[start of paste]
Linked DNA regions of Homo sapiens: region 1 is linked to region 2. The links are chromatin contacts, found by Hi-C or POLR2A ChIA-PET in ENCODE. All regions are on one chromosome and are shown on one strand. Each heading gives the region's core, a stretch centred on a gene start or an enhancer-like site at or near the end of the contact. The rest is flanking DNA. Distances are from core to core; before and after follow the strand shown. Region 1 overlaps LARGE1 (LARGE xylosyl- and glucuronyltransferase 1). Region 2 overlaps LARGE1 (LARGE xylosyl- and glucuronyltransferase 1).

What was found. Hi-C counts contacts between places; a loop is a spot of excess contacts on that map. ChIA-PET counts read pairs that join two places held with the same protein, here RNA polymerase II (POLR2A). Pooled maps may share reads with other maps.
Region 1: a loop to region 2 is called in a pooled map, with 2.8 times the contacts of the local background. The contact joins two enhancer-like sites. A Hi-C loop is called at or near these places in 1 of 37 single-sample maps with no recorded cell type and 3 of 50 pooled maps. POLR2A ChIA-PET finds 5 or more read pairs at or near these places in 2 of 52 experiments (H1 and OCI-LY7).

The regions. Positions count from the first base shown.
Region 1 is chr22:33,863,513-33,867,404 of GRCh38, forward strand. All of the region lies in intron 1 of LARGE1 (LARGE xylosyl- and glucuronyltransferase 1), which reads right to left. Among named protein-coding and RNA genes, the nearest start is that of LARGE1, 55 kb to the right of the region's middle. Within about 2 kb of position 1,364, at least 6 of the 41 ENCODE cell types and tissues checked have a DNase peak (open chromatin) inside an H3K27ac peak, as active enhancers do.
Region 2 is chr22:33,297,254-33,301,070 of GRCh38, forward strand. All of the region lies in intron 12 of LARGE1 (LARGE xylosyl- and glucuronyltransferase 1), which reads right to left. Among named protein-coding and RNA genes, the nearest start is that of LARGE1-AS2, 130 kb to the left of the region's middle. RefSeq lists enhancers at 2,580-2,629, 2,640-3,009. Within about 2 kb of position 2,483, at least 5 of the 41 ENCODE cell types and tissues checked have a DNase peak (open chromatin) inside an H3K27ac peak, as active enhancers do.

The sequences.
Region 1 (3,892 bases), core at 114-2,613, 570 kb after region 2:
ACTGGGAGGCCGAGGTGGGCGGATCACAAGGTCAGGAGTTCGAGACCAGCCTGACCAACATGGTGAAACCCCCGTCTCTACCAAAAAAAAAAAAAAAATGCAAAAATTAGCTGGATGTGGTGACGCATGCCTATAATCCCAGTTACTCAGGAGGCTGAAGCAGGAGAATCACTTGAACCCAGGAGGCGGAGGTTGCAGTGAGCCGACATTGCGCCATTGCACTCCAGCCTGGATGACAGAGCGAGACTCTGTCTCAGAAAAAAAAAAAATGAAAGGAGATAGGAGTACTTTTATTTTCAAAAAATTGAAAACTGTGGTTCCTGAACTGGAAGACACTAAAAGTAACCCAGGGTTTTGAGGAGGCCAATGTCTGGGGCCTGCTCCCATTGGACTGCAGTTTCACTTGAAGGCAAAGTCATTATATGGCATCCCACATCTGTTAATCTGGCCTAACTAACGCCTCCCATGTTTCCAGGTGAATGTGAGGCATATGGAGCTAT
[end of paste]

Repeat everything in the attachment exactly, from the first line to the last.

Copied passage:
Linked DNA regions of Homo sapiens: region 1 is linked to region 2. The links are chromatin contacts, found by Hi-C or POLR2A ChIA-PET in ENCODE. All regions are on one chromosome and are shown on one strand. Each heading gives the region's core, a stretch centred on a gene start or an enhancer-like site at or near the end of the contact. The rest is flanking DNA. Distances are from core to core; before and after follow the strand shown. Region 1 overlaps LARGE1 (LARGE xylosyl- and glucuronyltransferase 1). Region 2 overlaps LARGE1 (LARGE xylosyl- and glucuronyltransferase 1).

What was found. Hi-C counts contacts between places; a loop is a spot of excess contacts on that map. ChIA-PET counts read pairs that join two places held with the same protein, here RNA polymerase II (POLR2A). Pooled maps may share reads with other maps.
Region 1: a loop to region 2 is called in a pooled map, with 2.8 times the contacts of the local background. The contact joins two enhancer-like sites. A Hi-C loop is called at or near these places in 1 of 37 single-sample maps with no recorded cell type and 3 of 50 pooled maps. POLR2A ChIA-PET finds 5 or more read pairs at or near these places in 2 of 52 experiments (H1 and OCI-LY7).

The regions. Positions count from the first base shown.
Region 1 is chr22:33,863,513-33,867,404 of GRCh38, forward strand. All of the region lies in intron 1 of LARGE1 (LARGE xylosyl- and glucuronyltransferase 1), which reads right to left. Among named protein-coding and RNA genes, the nearest start is that of LARGE1, 55 kb to the right of the region's middle. Within about 2 kb of position 1,364, at least 6 of the 41 ENCODE cell types and tissues checked have a DNase peak (open chromatin) inside an H3K27ac peak, as active enhancers do.
Region 2 is chr22:33,297,254-33,301,070 of GRCh38, forward strand. All of the region lies in intron 12 of LARGE1 (LARGE xylosyl- and glucuronyltransferase 1), which reads right to left. Among named protein-coding and RNA genes, the nearest start is that of LARGE1-AS2, 130 kb to the left of the region's middle. RefSeq lists enhancers at 2,580-2,629, 2,640-3,009. Within about 2 kb of position 2,483, at least 5 of the 41 ENCODE cell types and tissues checked have a DNase peak (open chromatin) inside an H3K27ac peak, as active enhancers do.

The sequences.
Region 1 (3,892 bases), core at 114-2,613, 570 kb after region 2:
ACTGGGAGGCCGAGGTGGGCGGATCACAAGGTCAGGAGTTCGAGACCAGCCTGACCAACATGGTGAAACCCCCGTCTCTACCAAAAAAAAAAAAAAAATGCAAAAATTAGCTGGATGTGGTGACGCATGCCTATAATCCCAGTTACTCAGGAGGCTGAAGCAGGAGAATCACTTGAACCCAGGAGGCGGAGGTTGCAGTGAGCCGACATTGCGCCATTGCACTCCAGCCTGGATGACAGAGCGAGACTCTGTCTCAGAAAAAAAAAAAATGAAAGGAGATAGGAGTACTTTTATTTTCAAAAAATTGAAAACTGTGGTTCCTGAACTGGAAGACACTAAAAGTAACCCAGGGTTTTGAGGAGGCCAATGTCTGGGGCCTGCTCCCATTGGACTGCAGTTTCACTTGAAGGCAAAGTCATTATATGGCATCCCACATCTGTTAATCTGGCCTAACTAACGCCTCCCATGTTTCCAGGTGAATGTGAGGCATATGGAGCTAT